The Eel was one of the first new figures I acquired back in 1985.  I spent many a cold, early spring afternoon playing with the Eel and Alpine out in the front yard of my parent's home.  It had a sidewalk that split the yard in two and the end was a series of 5 concrete steps.  The sidewalk was the perfect "river" for the Eel and allowed me to use the figure in his element.  From the water, they could shoot the Joes as they tried to scale the "mountain".  Every now and then, an Eel would be swept down the waterfall to his doom.  But, such were the pratfalls of working for Cobra.

These early adventures, though, took their toll on my first Eel figure.  By the latter half of 1985, I had to buy another one as the original's accessories were lost and the figure was badly worn and broken.  This figure coincided with the addition of the Moray to my collection.  So, the Eel quickly took the co-pilot's chair on the hydrofoil when I didn't have use for actual frog-men.  This kept the Eel as a pivotal player in my childhood collection for many years...long beyond the lifespan of many other 1985 figures.  But, that is a testament to the figure's quality.  The Viper replaced the Cobra Trooper.  The Motor Viper replaced the Hiss Driver.  The Ice Viper replaced the Snow Serpent.  But, no figure from my childhood could replace the Eel.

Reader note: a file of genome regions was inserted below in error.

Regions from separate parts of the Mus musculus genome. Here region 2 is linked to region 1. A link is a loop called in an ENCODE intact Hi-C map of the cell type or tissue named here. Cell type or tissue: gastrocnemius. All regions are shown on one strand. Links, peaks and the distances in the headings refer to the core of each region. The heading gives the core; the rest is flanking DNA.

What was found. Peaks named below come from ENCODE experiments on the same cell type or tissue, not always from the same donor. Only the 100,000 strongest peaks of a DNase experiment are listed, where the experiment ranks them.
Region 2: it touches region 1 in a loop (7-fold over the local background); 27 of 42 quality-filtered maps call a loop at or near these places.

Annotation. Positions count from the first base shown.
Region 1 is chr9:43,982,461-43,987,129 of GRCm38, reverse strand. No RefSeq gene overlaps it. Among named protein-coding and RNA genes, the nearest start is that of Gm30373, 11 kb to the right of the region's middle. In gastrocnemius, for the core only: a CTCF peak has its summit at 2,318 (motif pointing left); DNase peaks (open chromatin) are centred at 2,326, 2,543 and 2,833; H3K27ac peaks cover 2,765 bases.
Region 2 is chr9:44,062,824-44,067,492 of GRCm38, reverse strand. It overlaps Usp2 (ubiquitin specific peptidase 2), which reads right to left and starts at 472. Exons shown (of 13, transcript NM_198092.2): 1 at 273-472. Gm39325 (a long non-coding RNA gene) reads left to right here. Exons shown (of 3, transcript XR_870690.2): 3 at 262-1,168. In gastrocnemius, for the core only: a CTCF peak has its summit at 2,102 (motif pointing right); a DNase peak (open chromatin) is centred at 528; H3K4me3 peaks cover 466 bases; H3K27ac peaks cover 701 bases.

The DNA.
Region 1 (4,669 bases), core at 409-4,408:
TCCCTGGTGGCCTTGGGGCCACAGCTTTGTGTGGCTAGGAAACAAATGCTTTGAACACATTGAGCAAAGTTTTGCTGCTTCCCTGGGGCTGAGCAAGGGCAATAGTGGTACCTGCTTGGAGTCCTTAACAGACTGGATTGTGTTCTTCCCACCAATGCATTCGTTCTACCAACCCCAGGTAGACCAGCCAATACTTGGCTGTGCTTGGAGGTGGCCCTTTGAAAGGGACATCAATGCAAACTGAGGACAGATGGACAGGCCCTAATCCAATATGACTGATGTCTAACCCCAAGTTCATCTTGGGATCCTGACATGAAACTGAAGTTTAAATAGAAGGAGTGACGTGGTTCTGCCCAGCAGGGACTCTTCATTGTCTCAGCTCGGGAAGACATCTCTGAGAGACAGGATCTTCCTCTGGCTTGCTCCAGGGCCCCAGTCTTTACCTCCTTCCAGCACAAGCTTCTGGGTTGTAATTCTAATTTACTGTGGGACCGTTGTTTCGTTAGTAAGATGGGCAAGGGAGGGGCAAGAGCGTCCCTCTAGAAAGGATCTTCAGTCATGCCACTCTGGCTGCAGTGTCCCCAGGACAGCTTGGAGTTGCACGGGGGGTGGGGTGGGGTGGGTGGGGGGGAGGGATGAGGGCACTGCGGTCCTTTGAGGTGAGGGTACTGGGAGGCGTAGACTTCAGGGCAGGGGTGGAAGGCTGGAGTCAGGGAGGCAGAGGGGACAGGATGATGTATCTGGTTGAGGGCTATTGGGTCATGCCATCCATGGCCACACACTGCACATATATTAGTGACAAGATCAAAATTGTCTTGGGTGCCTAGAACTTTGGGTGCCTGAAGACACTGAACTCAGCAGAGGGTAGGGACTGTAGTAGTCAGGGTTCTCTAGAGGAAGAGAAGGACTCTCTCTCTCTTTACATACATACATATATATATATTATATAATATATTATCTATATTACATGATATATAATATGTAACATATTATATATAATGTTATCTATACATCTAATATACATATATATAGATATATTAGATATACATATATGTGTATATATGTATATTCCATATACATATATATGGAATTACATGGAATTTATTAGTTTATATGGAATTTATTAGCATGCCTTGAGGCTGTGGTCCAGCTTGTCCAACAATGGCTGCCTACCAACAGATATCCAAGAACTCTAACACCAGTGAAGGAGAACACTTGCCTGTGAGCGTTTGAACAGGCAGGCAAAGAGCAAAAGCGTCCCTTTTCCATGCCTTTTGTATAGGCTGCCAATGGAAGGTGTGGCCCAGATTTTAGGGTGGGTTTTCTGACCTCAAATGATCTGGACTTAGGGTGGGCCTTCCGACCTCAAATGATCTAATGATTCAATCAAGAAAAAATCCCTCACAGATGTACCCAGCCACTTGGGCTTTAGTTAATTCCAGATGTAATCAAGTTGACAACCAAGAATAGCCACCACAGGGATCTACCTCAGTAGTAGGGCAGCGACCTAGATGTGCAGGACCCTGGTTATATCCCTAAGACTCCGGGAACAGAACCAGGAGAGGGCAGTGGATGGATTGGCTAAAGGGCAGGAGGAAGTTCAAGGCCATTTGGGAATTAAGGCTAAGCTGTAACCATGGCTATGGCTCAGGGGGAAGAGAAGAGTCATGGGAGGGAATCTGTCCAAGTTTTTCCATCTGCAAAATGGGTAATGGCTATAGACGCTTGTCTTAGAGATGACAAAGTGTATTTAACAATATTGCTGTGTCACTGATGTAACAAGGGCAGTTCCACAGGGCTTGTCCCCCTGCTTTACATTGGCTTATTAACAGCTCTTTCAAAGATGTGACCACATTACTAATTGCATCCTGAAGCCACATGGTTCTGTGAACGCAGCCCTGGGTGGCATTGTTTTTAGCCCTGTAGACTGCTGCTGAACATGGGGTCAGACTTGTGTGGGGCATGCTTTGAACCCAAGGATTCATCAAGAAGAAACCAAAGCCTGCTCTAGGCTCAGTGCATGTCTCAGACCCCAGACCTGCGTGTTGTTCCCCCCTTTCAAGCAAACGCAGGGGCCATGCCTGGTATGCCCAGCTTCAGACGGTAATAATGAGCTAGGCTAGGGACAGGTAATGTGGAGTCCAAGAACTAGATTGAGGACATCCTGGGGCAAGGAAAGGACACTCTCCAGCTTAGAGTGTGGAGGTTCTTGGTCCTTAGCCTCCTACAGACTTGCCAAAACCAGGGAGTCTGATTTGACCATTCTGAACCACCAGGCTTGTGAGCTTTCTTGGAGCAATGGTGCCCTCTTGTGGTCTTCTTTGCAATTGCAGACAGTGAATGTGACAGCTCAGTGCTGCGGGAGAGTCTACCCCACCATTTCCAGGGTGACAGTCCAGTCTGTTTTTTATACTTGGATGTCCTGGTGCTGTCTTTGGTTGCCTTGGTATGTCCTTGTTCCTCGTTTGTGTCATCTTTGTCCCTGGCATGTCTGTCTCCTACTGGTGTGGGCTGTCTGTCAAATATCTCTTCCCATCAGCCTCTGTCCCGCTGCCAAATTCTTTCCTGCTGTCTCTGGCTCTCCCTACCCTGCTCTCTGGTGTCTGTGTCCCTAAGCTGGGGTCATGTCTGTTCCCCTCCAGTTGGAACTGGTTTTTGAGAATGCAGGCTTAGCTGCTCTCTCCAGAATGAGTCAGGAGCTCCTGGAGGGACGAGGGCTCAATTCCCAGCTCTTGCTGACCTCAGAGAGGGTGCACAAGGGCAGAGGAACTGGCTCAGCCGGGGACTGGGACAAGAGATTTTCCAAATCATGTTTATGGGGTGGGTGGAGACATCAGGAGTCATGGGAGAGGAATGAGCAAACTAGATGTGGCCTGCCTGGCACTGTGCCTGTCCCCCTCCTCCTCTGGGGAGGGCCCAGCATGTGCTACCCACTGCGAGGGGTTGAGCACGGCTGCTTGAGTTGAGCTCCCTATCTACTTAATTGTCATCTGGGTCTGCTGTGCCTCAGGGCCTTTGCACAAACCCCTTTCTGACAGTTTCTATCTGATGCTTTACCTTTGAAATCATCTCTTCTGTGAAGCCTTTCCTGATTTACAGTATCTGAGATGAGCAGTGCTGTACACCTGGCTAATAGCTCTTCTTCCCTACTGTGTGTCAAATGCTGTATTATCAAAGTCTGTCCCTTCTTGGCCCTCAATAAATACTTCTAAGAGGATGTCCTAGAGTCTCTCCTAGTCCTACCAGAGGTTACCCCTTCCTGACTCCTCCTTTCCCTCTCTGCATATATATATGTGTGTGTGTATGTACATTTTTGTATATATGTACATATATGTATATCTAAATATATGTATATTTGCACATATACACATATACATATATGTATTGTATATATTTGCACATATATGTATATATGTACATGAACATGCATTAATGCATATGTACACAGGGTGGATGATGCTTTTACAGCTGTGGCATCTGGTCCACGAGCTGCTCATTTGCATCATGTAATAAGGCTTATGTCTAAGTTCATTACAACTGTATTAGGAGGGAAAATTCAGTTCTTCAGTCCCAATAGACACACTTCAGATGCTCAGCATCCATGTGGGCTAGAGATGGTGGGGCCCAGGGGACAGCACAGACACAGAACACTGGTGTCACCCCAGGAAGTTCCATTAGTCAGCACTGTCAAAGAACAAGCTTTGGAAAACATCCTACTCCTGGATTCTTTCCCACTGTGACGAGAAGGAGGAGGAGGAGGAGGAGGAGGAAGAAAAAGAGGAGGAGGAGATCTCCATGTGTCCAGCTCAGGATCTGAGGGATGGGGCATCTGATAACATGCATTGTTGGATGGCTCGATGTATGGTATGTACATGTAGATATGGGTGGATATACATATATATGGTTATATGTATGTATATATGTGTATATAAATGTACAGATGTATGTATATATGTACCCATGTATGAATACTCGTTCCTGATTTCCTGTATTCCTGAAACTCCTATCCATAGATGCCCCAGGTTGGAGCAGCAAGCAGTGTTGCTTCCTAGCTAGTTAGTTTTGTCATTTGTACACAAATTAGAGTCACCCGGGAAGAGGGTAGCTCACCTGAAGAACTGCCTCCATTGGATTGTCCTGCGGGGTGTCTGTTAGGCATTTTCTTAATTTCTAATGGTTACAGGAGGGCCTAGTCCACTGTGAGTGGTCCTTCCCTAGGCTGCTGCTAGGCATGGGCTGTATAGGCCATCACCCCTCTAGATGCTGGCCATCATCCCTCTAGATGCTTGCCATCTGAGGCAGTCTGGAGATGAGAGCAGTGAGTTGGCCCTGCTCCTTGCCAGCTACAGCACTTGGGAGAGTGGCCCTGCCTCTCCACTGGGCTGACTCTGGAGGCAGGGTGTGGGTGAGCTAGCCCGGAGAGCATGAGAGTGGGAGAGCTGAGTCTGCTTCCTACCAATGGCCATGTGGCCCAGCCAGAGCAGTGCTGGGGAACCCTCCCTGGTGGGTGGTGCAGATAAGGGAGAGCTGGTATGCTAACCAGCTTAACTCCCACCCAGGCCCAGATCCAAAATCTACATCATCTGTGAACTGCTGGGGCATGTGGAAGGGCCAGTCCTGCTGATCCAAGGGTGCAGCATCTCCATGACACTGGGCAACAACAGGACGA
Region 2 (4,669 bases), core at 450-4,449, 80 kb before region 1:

To me, the Eel is about the perfect army builder.  The only way to improve upon the figure would be small, incremental changes that, likely, would not matter all that much when considering the figure.  The problem, of course, is that a diver is such a specialized part of any Cobra army that it's difficult to appreciate the figure beyond its visual appearance.  The accessories make the figure and you want to display them fully geared up and ready to go.  Beyond outfitting the back of a Moray, it's difficult to find a way to justify a display full of Eels with all their equipment attached.  But, collectors find ways to do so just due to the fact that the Eel is such an excellent figure.